|Badiou, Set Theory, Anti-pomo
||[Mar. 15th, 2009|04:37 pm]
Reviews, Quotes, Bibliographies from Jerry Monaco
Badiou is one of several French philosophers pilloried by Alan Sokal and Jean Bricmont in Fashionable Nonsense: Postmodern Intellectuals' Abuse of Science (1998). Sokal, of course, authored the sham 1996 Social Text article, concocted as a meaningless essay in high lit-crit-theoretic style, and buttressed by facile, often bogus or inconsistent, appeals to quantum physics or relativity, all undetected by the editors. The hoax was widely reported in the popular press and Sokal has since continued his manic crusade, though with much less panache and success. One of Sokal's "tests" for intellectual value is whether one can detect a difference in meaning if key words are interchanged, say "being" and "other," or "mediation" and "reification," or whatever -- sort of a Turing test for intellectual quality. For Badiou in Fashionable Nonsense, Sokal and Bricmont, as they so often do, just selectively quote him, rhetorically ask the reader if it makes sense (of course not, devoid of context), and then go on. The second trick could be applied to Number and Numbers, perhaps with some honesty, but I think ultimately unfairly, as explained below. Badiou's ontological narrative is allusive, poetic, and deeply metaphorically inspired by his understanding of modern set theory. And Sokal's "reversal" test also fails. Badiou's vision is a wholly consistent one, built indeed from a stimulating historical account of the treatment of number by Gottlob Frege, Guiseppe Peano, Richard Dedekind, and Georg Cantor.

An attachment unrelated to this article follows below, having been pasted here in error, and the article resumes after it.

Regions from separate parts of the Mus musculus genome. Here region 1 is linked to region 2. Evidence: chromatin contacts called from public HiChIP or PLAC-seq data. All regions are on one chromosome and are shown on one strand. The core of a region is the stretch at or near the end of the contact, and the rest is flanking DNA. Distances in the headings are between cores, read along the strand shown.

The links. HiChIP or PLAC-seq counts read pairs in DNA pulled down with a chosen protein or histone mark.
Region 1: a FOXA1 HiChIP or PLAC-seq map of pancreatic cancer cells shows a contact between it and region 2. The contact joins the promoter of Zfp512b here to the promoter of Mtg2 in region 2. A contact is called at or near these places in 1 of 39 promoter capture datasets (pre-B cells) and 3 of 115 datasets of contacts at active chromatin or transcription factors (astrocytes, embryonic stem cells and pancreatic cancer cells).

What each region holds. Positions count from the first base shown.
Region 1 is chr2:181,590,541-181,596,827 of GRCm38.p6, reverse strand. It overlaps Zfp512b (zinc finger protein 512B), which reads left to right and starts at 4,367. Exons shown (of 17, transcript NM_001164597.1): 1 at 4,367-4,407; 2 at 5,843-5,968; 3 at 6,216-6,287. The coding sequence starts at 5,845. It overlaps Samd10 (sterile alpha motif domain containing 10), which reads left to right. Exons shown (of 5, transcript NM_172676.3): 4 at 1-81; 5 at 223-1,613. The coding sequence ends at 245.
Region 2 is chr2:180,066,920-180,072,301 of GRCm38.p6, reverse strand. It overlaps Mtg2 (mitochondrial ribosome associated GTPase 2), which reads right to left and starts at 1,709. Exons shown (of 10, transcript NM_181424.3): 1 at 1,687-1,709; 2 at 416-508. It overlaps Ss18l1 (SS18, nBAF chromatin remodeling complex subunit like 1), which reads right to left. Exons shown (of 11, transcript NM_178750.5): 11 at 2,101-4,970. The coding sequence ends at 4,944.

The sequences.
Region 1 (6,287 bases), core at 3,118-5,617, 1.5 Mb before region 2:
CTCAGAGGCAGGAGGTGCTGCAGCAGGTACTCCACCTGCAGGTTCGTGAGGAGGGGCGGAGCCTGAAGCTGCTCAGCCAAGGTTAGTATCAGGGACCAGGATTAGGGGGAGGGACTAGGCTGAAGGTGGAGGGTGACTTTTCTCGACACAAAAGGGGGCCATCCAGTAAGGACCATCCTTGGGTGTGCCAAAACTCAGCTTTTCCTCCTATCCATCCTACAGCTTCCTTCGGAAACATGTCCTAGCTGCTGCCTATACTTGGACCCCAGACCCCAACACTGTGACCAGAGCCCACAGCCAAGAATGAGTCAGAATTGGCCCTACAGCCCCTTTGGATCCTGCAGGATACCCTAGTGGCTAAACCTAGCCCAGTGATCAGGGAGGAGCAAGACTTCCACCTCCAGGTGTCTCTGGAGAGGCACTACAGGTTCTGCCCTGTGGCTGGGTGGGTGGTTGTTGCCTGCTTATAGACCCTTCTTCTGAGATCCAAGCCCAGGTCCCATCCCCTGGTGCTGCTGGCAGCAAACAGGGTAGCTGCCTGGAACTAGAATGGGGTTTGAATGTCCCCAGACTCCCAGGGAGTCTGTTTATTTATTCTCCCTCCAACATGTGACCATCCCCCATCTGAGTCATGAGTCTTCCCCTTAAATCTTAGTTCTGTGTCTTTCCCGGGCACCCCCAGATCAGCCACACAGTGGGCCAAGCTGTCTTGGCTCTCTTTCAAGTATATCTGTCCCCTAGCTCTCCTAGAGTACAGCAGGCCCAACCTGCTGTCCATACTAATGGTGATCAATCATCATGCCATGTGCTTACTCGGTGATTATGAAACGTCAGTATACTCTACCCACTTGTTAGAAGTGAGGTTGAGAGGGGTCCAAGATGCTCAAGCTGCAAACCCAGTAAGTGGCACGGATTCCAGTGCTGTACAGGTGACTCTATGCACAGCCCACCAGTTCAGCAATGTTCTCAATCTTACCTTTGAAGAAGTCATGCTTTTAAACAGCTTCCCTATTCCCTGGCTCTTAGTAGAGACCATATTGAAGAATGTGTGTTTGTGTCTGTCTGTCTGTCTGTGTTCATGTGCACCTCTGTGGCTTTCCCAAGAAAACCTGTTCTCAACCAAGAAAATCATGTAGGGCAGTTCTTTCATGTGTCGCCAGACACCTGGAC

Notre Dame Philosophical Reviews
2008-10-02 : View this Review Online : View Other NDPR Reviews
Alain Badiou, Number and Numbers, Robin Mackay (tr.), Polity, 2008, 240pp., $24.95 (pbk), ISBN 9780745638799.
Reviewed by John Kadvany, Policy & Decision Science/johnkadvany.com